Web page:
The Feast of Light

The Feast of February 2, which has been given its ancient name, the Presentation of the Lord, should also be considered as a joint commemoration of the Son and of the Mother. This celebration of Jesus and Mary goes back to the fifth century in Jerusalem. It was placed on the 40th day after Christmas to bring to mind the mystery of salvation accomplished by Christ. Mary is intimately associated to this mystery as the Mother of the Suffering Servant, as the one who performs a mission belonging to ancient Israel, and as the model for the new People of God, which is ever being tested in its faith and hope by suffering and persecution.[1]

In the Gospel of St. Luke (2:22-35), we read: The Presentation in the Temple.

… when the parents brought in the child Jesus to perform the custom of the law [Simeon] took [the child] into his arms and blessed God, saying:

“Now, Master, you may let your servant go in peace, according to your word, for my eyes have seen your salvation, which you prepared in sight of all the peoples, a light for revelation to the Gentiles, and glory for your people Israel.”

The child’s father and mother were amazed at what was said about him; and Simeon blessed them and said to Mary his mother, “Behold, this child is destined for the fall and rise of many in Israel, and to be a sign that will be contradicted (and you yourself a sword will pierce) so that the thoughts of many hearts may be revealed.”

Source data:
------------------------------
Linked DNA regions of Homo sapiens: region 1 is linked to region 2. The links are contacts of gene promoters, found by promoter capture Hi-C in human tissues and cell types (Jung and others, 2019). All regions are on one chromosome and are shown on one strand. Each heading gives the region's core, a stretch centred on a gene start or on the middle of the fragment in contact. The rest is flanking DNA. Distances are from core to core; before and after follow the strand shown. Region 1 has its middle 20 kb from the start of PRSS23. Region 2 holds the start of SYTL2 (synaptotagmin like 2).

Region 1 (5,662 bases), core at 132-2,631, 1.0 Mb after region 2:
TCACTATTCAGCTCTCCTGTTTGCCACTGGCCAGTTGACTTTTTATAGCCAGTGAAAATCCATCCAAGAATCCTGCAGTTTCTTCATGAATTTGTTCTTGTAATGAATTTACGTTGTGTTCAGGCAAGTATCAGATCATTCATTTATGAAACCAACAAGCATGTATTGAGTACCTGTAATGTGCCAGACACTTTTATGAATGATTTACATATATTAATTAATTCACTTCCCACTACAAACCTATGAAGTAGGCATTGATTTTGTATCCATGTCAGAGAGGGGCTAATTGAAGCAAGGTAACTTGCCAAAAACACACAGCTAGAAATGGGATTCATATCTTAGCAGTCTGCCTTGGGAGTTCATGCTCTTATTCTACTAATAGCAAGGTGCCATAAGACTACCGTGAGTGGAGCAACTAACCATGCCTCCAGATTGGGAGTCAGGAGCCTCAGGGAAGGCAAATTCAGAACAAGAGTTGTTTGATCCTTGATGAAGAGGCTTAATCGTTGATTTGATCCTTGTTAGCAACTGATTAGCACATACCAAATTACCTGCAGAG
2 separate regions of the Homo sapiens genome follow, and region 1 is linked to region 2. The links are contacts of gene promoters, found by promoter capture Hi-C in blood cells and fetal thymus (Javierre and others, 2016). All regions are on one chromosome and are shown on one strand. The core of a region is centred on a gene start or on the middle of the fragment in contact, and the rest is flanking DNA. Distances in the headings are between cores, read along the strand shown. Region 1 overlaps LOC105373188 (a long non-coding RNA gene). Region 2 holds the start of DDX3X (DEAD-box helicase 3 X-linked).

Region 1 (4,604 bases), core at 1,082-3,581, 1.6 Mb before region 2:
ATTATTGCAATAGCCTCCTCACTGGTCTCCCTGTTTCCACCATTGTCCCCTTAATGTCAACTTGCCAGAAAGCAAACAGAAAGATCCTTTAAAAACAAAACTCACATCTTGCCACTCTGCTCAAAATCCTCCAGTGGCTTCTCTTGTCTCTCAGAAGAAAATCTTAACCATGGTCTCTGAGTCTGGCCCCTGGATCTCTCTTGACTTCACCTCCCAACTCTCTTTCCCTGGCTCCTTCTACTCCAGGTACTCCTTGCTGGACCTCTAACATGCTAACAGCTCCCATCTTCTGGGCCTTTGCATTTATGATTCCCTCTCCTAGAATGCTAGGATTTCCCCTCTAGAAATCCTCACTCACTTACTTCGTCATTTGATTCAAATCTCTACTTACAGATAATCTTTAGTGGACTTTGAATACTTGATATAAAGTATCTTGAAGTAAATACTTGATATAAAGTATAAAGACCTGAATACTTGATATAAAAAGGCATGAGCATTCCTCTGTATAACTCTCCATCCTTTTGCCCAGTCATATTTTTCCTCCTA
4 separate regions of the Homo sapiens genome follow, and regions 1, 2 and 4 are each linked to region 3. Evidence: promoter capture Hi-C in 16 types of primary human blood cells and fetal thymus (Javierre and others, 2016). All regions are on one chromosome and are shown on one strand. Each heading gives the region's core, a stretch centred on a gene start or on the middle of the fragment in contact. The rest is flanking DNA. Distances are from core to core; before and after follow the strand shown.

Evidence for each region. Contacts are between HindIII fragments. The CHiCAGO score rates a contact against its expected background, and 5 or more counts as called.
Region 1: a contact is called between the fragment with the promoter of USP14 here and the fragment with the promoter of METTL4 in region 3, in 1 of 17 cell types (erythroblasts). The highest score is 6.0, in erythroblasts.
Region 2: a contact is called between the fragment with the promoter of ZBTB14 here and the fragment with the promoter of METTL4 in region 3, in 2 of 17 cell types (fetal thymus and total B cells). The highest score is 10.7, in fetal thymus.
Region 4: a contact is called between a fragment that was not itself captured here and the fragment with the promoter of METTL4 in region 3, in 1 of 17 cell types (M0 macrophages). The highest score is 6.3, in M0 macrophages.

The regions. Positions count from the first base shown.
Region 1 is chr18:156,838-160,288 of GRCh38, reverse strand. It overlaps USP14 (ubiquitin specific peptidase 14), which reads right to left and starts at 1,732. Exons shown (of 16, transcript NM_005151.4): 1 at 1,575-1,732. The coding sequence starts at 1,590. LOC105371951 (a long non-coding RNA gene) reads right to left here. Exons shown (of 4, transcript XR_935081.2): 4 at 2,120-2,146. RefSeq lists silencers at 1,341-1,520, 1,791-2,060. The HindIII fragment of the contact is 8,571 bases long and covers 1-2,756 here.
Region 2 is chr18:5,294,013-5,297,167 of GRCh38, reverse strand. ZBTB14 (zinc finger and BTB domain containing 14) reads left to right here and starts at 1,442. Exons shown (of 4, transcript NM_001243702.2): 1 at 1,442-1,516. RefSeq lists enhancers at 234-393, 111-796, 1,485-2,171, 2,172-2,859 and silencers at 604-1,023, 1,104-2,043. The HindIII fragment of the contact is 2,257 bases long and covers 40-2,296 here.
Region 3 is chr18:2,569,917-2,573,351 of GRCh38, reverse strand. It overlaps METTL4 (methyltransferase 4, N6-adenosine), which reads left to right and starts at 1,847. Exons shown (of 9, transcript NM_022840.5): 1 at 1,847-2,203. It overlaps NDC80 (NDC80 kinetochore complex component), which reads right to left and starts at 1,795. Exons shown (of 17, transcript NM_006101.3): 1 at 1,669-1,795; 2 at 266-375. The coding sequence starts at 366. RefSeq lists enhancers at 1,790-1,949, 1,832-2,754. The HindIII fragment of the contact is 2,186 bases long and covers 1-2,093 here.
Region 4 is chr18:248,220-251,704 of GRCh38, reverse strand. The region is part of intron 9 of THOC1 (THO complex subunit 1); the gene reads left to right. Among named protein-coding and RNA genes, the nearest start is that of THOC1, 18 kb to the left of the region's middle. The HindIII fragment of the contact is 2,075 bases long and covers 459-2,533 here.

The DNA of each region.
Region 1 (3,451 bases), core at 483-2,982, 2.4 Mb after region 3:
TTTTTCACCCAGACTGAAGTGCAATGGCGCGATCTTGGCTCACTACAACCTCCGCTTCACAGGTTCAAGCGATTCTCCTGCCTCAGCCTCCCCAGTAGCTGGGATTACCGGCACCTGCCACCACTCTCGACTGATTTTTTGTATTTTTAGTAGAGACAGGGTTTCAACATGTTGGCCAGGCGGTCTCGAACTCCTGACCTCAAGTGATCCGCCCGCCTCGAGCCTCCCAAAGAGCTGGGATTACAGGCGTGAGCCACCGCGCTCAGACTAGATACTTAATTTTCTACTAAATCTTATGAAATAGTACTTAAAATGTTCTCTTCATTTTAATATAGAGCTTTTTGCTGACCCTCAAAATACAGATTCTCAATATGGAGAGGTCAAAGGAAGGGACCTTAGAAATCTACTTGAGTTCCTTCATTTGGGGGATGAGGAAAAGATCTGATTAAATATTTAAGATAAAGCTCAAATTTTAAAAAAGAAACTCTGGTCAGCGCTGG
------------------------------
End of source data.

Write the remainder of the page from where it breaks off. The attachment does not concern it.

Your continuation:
Referring to this prophesy, Schoenstatt’s founder, Father Joseph Kentenich pointed out:

Mary, as the adversary of the devil, knows even better than the Prince of Darkness the priceless value of the human soul. The ransom for that was the precious blood of her Son and the sword in her heart. In every circumstance of our lives she stays by our side. She does so when we are tempted to sin. She does so when dark thunderclouds gather on the horizons of our times. She does so when she needs instruments in order to lead the Church to victory in the battle against hell. She does so when we are in financial need or having problems with our health. Above all, she does so when we are on our deathbed and must appear before the eternal Judge. …Throughout all eternity we will then praise the mercies of our dear Mother which she has shown to us in a special way since making the covenant of love with her and adopting it as our personal and common way of life.[2]

On February 2, we will celebrate the feast of the Presentation. This feast is also called Candlemas, because candles are blessed for home and church use. Christ is the light of the world and Mary is the Queen of Light.

The Mother of God is surrounded by the sun. Who is the sun? Christ, the great King of Light. Whoever exposes himself uniquely to the light must himself become light. If our Lord is the Light itself, we are justified in calling the Mother of God a bearer of the light, or a Queen of Light.

She wants to radiate all that the infinite God has given her. She is a child of the Sun, a pre-eminent person of the Sun, because she bears Christ, because Christ has embodied his entire greatness in her in human and feminine form.

We, too, must become people of the Sun. We bear the Sun within us. The Sun is Christ…It should be our ideal to march through this present-day world as people of the Sun.[3]